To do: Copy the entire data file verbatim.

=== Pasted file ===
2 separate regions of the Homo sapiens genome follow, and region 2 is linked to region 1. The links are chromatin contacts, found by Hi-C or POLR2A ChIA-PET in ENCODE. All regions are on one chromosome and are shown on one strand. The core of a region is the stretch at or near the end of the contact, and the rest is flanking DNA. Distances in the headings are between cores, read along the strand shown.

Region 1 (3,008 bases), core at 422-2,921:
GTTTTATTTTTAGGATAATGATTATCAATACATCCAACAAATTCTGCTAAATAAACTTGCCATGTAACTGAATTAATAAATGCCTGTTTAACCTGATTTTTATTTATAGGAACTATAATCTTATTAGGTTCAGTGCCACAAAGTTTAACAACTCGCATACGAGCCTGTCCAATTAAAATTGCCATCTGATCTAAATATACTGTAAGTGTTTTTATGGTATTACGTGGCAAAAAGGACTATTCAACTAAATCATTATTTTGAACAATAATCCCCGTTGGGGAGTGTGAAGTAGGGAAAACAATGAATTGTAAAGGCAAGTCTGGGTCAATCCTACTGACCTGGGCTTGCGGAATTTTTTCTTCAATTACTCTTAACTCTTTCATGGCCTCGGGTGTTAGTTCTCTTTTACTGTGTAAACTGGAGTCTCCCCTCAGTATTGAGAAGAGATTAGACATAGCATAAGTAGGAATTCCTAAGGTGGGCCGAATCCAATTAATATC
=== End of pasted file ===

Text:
2 separate regions of the Homo sapiens genome follow, and region 2 is linked to region 1. The links are chromatin contacts, found by Hi-C or POLR2A ChIA-PET in ENCODE. All regions are on one chromosome and are shown on one strand. The core of a region is the stretch at or near the end of the contact, and the rest is flanking DNA. Distances in the headings are between cores, read along the strand shown.

Region 1 (3,008 bases), core at 422-2,921:
GTTTTATTTTTAGGATAATGATTATCAATACATCCAACAAATTCTGCTAAATAAACTTGCCATGTAACTGAATTAATAAATGCCTGTTTAACCTGATTTTTATTTATAGGAACTATAATCTTATTAGGTTCAGTGCCACAAAGTTTAACAACTCGCATACGAGCCTGTCCAATTAAAATTGCCATCTGATCTAAATATACTGTAAGTGTTTTTATGGTATTACGTGGCAAAAAGGACTATTCAACTAAATCATTATTTTGAACAATAATCCCCGTTGGGGAGTGTGAAGTAGGGAAAACAATGAATTGTAAAGGCAAGTCTGGGTCAATCCTACTGACCTGGGCTTGCGGAATTTTTTCTTCAATTACTCTTAACTCTTTCATGGCCTCGGGTGTTAGTTCTCTTTTACTGTGTAAACTGGAGTCTCCCCTCAGTATTGAGAAGAGATTAGACATAGCATAAGTAGGAATTCCTAAGGTGGGCCGAATCCAATTAATATC